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Is induction a circular way to define natural numbers?

Evgeny.Makarov

Well-known member
MHB Math Scholar
Jan 30, 2012
2,502
Sorry about the intriguing title; this is just a continuation of the discussion in this thread from the Discrete Math forum. The original question there was how to introduce mathematical induction in a clear and convincing way. Since the current discussion about the foundations of mathematics is clearly off-topic, I decided to continue it in a separate thread.

I'm sure you are aware how the set of finite ordinals is constructed. So why is there a contradiction?
Obviously, there is no formal contradiction in Peano arithmetic or in the set-theoretic construction of natural numbers, or at least none has been found yet. The question is about a philosophical justification of Peano arithmetic.

Here is a quotation from Daniel Leivant, Intrinsic Logic and Computational Complexity, in LNCS 960, p. 192.

"The set $\mathbb{N}$ of natural numbers is implicitly defined by Peano's axioms: the generative axioms [$0\in\mathbb{N}$ and $n\in\mathbb{N}\to Sn\in\mathbb{N}$] convey a lower bound on the extension of $\mathbb{N}$, and the induction schema approximates the upper bound. However, as observed in (Edward Nelson, Predicative Arithmetic, Princeton University Press, 1986), if a formula $\varphi$ has quantifiers, then its meaning presupposes the delineation of $\mathbb{N}$ as the domain of the quantifiers, and therefore using induction over $\varphi$ as a component of the delineation of $\mathbb{N}$ is a circular enterprise."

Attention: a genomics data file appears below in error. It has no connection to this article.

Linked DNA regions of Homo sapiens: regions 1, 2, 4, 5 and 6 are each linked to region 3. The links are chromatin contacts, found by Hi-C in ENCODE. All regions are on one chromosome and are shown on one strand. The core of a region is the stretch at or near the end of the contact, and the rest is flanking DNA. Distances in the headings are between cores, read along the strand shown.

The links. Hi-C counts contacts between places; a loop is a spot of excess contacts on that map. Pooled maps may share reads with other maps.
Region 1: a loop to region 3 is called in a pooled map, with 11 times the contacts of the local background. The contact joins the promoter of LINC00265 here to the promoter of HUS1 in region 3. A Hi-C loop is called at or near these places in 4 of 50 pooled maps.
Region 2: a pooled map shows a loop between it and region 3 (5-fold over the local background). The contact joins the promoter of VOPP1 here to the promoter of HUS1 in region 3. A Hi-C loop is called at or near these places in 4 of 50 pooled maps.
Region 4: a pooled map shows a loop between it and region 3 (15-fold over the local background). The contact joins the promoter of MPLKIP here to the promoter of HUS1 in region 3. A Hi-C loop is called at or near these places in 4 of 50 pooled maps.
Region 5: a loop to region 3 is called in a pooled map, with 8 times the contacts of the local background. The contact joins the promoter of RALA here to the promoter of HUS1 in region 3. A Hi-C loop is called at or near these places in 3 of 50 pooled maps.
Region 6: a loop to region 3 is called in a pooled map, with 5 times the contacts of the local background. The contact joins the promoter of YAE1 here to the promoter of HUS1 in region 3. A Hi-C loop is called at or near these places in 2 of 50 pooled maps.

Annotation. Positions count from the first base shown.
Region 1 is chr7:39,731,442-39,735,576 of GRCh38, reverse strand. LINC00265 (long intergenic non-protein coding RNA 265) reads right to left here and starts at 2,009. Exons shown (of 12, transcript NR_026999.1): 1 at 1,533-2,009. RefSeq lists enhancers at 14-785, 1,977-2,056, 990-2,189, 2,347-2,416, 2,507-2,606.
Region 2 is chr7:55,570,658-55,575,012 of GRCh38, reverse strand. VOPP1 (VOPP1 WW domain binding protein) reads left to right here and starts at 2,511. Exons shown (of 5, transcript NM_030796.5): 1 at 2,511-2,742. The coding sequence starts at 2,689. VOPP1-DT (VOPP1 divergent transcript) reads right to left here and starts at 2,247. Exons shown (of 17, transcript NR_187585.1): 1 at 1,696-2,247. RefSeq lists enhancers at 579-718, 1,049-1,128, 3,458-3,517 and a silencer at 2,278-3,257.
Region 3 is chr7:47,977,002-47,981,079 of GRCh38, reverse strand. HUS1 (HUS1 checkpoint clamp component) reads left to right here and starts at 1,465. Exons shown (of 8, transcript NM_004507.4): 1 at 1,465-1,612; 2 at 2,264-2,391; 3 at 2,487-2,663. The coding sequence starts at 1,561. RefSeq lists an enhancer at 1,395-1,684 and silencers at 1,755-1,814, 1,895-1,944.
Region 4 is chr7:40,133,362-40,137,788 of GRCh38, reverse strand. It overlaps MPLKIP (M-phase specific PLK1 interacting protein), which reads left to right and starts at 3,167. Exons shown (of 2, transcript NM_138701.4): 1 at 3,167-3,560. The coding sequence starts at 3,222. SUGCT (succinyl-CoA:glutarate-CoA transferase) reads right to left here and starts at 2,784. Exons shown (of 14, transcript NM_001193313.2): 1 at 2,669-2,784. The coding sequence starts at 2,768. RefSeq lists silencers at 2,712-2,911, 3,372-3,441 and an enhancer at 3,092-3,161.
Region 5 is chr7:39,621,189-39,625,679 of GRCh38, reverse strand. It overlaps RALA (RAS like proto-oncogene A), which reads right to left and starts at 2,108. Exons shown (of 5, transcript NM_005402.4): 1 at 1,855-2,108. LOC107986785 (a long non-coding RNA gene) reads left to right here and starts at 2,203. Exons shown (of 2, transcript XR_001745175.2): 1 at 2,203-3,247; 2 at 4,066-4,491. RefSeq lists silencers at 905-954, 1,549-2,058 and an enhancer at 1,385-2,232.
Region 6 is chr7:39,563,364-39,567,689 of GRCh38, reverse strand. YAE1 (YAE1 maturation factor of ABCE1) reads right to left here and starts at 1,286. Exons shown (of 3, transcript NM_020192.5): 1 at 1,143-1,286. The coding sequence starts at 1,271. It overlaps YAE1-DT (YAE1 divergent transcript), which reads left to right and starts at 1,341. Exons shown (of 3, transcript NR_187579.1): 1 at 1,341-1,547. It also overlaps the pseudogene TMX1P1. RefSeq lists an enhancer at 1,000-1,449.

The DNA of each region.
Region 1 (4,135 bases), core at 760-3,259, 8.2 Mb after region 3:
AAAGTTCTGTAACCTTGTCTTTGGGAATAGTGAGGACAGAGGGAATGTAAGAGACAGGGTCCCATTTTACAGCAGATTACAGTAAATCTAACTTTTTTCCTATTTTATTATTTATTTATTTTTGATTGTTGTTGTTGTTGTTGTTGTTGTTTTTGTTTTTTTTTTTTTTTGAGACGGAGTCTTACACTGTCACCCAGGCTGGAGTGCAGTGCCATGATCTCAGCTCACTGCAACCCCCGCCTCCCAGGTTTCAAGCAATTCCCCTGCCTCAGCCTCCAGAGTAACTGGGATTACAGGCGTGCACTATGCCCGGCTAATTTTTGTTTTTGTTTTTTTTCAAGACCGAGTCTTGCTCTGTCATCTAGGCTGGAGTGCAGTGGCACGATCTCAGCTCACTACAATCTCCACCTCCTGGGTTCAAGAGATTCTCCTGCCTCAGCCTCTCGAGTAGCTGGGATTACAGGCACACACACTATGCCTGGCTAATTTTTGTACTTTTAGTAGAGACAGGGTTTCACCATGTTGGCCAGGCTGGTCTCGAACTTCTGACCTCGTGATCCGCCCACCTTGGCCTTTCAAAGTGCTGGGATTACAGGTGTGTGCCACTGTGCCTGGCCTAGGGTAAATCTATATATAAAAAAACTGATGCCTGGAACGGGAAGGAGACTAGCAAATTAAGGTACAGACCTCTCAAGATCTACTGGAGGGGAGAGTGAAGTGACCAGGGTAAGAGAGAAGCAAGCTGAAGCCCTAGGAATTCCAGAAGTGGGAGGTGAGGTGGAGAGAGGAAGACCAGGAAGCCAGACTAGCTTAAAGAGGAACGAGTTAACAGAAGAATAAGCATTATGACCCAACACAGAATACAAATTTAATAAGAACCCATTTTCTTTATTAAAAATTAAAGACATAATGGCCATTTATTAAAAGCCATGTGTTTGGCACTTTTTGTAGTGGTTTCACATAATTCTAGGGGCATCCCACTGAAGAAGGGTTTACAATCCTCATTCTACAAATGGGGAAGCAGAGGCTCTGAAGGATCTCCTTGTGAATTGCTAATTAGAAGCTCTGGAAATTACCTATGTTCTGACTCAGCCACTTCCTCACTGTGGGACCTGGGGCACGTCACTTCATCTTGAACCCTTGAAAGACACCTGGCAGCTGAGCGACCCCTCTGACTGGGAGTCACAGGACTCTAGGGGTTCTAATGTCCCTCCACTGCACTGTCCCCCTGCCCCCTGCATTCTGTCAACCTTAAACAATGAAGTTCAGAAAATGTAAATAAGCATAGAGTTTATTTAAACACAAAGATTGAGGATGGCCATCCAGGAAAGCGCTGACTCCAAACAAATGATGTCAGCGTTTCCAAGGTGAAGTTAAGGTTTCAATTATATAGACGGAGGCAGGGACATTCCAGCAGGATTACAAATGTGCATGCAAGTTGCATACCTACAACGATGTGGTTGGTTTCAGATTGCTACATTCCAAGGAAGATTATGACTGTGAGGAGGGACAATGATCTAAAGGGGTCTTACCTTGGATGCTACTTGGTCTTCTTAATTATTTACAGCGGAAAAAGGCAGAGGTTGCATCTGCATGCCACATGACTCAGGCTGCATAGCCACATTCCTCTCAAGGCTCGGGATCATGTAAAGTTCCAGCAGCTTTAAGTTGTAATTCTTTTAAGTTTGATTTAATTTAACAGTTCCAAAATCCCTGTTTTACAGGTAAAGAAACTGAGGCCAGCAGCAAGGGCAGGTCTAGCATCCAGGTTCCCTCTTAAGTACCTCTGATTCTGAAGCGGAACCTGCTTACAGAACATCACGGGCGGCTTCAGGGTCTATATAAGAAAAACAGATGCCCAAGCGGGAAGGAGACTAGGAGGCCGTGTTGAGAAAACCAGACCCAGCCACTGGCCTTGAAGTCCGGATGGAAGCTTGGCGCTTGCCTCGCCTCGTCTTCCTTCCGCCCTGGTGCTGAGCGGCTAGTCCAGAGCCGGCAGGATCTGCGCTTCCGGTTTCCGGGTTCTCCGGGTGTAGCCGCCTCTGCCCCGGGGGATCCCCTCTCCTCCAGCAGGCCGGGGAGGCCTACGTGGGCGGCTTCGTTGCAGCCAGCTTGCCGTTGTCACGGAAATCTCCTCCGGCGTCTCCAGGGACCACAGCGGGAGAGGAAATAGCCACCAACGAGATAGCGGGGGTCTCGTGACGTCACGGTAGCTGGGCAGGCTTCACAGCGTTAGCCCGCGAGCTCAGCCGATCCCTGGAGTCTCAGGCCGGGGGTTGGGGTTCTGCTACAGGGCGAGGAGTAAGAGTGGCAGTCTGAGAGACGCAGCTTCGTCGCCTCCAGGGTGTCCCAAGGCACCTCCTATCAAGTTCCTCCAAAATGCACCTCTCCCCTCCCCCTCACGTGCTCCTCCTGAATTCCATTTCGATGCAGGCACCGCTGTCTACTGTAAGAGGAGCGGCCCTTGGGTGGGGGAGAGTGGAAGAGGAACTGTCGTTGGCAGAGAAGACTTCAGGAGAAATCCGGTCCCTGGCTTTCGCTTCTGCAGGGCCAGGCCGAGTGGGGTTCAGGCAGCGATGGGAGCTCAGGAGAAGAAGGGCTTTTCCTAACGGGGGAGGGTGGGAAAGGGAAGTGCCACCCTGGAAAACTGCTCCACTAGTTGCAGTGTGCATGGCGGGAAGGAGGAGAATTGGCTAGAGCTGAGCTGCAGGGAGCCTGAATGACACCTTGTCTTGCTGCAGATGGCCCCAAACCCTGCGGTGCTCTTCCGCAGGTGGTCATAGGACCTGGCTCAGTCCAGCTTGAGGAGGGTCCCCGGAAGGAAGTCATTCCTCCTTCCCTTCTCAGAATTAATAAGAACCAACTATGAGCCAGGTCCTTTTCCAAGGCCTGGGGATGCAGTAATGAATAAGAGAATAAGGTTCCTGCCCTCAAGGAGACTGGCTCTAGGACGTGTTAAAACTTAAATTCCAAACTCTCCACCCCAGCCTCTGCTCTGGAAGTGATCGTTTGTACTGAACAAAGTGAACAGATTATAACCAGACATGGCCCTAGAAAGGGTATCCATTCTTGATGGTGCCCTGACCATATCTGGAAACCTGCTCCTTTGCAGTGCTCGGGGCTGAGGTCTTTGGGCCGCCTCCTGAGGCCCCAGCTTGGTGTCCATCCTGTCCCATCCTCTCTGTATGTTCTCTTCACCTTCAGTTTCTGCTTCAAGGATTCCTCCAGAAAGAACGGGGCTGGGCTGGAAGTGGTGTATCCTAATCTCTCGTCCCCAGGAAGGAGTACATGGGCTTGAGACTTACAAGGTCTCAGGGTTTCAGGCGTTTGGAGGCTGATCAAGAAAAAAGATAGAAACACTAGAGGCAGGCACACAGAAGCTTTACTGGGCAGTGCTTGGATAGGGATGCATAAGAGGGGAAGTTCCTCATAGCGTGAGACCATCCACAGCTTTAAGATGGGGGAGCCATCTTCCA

As I said, I don't claim that I fully understand this.

We can prove the Peano axioms in this set, from set theory. That means that there are natural numbers (let's not focus on what "are" means :D ). Now, is the problem proving the uniqueness of a Peano model, modulo isomorphism?
Peano axioms (a first-order theory) has infinitely many non-isomorphic models (a corollary of the compactness theorem). However, it is easy to construct a single second-order formula whose only model are natural numbers.
 

ModusPonens

Well-known member
Jun 26, 2012
45
Hello

Sorry for my poor choice of words in a discussion about mathematics. I meant "where is the circularity?", not contradiction.

I may be way out of my league, but my question is the following: there are the Peano axioms. They don't define the natural numbers. It seems to me that you have a model which fits the axioms.